Biomedical Text Mining for Disease Gene Discovery

Sarah ElShal, Jesse Davis, Yves Moreau


Motivation and Objectives
Because of the amount of electronic literature now available, it is challenging for biologists to search biomedical corpuses for any kind of desired information beyond simple text retrieval. Several tools have been developed to make text mining easier for them. Some of these tools focus on extracting biomedical terms; such as protein names and biological processes, given any input text. The tools COREMINE Medical  (, last accessed on 25 September 2012) and GoPubMed:, last accessed on 25 September 2012) are just two examples. Other tools apply rule-based strategies to relate biomedical concepts to each other. E.g., BITOLA ( accessed on 25t September 2012) (Hristovski et al., 2005).
We have been developing a methodology and tool to discover genes implicated in any given disease or disorder. In fact, our tool takes from the user any free text query as an input and attempts to identify those genes most strongly linked to the query. As an output, the tool returns an ordered list of the best genes matching the query. The core work of our tool is based on text mining. Basically, each gene is linked to a profile that contains the biological terms that are most significant for it. Similarly, we link the input query to a corresponding keyword profile. The genes appearing at the top of the output list are the ones whose profiles are highly similar to that of the input query.

The text mining strategies we use in our work are applied to the biomedical abstracts published in PubMed (, last accessed on 25 September 2012). We divide our work into two phases: a background phase, and a live phase. In the background phase, we collect all the abstracts annotated to every gene described in Entrez Gene (, last accessed on 25 September 2012). For this, we use GeneRIF last accessed on 25 September 2012), which provides functional annotation between genes and PubMed references. Afterwards, we index all the referenced abstracts via MetaMap (, last accessed on 25 September 2012) (Aronson, 2001), which maps the given biological text to the Unified Medical Language System (UMLS) Metathesaurus (, last accessed on 25 September 2012) (Bodenreider, 2004). Thus for each gene, we could maintain a list of UMLS biomedical terms that functionally-describe it. We call this list a gene keyword profile. Then for each gene, we build another weighted profile in the form of a vector of Term Frequency-Inverse Document Frequency (TF-IDF). For a given gene, each entry in the vector measures how relevant a specific UMLS term is to the gene. We refer to the whole set of gene vectors as the “reference matrix”. An example of this reference matrix is shown below in Table 1.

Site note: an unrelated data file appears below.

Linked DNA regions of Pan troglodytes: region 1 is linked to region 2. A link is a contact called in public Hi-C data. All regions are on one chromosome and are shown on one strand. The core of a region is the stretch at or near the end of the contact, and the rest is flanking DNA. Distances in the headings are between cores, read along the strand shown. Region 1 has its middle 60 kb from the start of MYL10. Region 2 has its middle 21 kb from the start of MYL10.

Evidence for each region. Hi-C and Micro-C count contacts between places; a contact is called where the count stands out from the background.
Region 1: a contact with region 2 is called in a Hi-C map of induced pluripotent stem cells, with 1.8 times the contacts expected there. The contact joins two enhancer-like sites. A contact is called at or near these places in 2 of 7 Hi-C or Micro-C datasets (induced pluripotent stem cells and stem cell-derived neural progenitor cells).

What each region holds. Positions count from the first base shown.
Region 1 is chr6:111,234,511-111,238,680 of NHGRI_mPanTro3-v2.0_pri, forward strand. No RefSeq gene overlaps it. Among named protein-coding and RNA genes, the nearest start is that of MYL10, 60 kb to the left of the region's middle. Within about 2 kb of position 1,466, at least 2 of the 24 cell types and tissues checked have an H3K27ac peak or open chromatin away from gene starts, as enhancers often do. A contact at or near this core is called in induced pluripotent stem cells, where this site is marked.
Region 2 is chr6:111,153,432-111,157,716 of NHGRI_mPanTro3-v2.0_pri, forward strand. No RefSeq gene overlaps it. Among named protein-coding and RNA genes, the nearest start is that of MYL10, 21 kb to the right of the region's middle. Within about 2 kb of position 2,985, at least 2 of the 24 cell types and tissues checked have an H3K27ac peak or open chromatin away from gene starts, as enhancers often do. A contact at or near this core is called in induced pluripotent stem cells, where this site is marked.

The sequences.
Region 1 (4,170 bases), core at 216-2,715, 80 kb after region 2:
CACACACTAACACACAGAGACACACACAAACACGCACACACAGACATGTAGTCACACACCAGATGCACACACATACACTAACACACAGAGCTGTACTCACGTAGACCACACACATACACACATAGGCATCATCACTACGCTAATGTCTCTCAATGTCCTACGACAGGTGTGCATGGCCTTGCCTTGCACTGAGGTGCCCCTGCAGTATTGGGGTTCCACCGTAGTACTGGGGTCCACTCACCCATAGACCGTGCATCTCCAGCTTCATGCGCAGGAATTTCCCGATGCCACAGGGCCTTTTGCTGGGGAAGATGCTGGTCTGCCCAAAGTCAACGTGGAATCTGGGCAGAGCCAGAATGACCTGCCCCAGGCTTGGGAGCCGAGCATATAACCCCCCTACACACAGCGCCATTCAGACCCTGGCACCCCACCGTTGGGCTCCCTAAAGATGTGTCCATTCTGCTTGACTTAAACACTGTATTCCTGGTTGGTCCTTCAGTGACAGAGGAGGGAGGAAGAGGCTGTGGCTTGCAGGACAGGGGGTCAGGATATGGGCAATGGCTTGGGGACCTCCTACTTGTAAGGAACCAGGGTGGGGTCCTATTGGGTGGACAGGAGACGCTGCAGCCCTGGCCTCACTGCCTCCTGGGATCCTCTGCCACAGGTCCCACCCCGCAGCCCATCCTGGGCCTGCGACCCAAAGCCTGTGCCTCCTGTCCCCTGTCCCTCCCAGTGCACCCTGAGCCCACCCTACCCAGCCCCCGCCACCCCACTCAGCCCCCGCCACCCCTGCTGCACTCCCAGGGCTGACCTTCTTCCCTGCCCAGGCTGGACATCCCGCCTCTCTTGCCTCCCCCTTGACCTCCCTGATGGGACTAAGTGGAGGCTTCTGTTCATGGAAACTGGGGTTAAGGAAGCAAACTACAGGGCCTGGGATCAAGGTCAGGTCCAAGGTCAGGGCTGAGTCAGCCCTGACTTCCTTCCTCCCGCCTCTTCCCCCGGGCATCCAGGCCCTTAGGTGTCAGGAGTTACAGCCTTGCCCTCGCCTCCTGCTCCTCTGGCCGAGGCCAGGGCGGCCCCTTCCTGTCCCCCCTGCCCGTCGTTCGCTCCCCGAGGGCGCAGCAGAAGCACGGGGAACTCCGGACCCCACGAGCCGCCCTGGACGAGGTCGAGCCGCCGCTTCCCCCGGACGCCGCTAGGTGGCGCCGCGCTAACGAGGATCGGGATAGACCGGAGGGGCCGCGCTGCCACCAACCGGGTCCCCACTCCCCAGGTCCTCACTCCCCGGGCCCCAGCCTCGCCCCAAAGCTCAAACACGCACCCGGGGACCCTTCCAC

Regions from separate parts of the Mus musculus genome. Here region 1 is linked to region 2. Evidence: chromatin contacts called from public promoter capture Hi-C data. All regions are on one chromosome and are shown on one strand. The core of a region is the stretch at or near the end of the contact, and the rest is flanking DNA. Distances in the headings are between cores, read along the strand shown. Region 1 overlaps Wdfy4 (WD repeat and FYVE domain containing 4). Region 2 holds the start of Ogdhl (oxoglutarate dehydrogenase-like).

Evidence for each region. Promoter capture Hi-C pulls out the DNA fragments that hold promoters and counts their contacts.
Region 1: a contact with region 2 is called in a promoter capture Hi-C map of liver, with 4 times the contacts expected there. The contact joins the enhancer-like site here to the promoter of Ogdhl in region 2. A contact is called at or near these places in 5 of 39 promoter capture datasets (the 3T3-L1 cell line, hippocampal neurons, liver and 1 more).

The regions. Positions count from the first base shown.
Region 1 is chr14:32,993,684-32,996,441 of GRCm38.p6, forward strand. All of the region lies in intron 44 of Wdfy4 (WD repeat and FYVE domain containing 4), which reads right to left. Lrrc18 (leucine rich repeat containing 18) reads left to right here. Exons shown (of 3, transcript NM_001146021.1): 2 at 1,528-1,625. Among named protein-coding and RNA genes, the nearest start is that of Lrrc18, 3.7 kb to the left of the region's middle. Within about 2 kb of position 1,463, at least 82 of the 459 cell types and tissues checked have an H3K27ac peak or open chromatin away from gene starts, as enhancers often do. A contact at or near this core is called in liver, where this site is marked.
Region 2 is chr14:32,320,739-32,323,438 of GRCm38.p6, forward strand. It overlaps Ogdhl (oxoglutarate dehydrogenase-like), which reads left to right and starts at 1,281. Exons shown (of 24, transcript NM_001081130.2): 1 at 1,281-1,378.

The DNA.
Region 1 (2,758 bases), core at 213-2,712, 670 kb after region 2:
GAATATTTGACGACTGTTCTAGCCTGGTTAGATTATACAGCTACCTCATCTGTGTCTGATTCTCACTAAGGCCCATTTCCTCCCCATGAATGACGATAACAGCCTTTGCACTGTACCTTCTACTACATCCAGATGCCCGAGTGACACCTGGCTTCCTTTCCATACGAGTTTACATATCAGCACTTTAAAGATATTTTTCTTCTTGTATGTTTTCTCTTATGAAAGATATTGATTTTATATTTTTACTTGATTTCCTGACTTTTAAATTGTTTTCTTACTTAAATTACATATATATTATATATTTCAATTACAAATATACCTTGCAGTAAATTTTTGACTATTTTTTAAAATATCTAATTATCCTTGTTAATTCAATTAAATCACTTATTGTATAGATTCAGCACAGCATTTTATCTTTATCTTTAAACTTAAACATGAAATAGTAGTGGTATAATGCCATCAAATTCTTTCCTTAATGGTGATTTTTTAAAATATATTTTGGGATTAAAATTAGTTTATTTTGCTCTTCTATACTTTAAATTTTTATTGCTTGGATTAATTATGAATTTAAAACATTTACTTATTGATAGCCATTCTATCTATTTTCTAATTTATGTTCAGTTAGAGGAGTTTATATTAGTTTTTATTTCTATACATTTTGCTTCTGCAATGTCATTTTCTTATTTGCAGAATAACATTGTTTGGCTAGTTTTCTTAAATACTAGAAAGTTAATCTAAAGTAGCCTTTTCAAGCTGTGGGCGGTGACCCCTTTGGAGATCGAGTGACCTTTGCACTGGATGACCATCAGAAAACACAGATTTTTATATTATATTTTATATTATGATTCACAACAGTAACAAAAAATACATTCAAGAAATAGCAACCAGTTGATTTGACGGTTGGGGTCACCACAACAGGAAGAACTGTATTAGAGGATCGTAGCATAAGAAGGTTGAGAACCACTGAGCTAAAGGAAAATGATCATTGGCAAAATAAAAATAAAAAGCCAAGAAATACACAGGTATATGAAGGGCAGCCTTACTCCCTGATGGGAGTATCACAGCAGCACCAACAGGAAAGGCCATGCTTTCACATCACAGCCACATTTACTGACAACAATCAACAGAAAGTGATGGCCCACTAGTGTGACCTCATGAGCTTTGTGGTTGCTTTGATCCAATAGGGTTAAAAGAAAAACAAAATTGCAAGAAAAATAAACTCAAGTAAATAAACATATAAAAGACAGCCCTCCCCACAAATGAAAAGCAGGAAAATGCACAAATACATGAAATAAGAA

In the live phase of our work, we take a free text query as an input from the user (e.g., sleep disorders). Then, we use the E-utilities from PubMed to retrieve the corresponding abstracts that are relevant to the user query. And as we did with the genes in the background phase, we generate a keyword profile for the query and consequently a corresponding TF-IDF vector. Finally we match this query vector against all the gene vector entries in the reference matrix. Each match corresponds to a score that is calculated via a dot-product. The higher the matching score of a given gene vector entry, the more probably the gene relates to the user query. We also take into account the frequency of citation of a given gene. So genes appearing early in the ordered output list, do not only share the most similar profiles with the user query, but they are also cited by the highest number of references. Besides, we consider the fraction of common references between the query and the candidate genes as an additional scoring factor. As the number of common references increases, the matching score of the candidate gene also increases.

Results and Discussion
The evaluation of the results is still ongoing. To validate the quality of our results, we use as a benchmark the phenotype-gene annotation provided by the Human-Phenotype-Ontology (HPO, last accessed on 25 September 2012) (Robinson and Mundlos, 2010). For every phenotype in this annotation, a set of linked genes are recorded. The links are provided based on the information about the phenotypes of a given syndrome, and the genes known to cause that syndrome. Hence in our tool, we use each phenotype in the annotation file as a separate free text input. Then for each gene output list, we measure the percentage of recall against the HPO annotation.
To assess the power of our tool, we use some general biomedical search systems as a baseline (e.g., Gene Ontology, last accessed on 25 September 2012). We are expecting our tool to perform better. That is because such general systems rely on clear evidence to associate a gene product with a given query (e.g., inference from experiments or by curators), while our tool digs deeper in all the published literature as discussed in the Methods section.


  1. Aronson AR (2001) Effective mapping of biomedical text to the UMLS Metathesaurus: the MetaMap program. Proc AMIA Symp: 17.
  2. Bodenreider O (2004) The Unified Medical Language System (UMLS): integrating biomedical terminology. Nucleic Acids Res 32: D267. doi:10.1093/nar/gkh061
  3. Hristovski D, Peterlin B, et al. (2005) Using literature-based discovery to identify disease candidate genes. Int J Med Inform 74: 289.
  4. Robinson PN, Mundlos S (2010) The Human Phenotype Ontology. Clin Genet 77: 525

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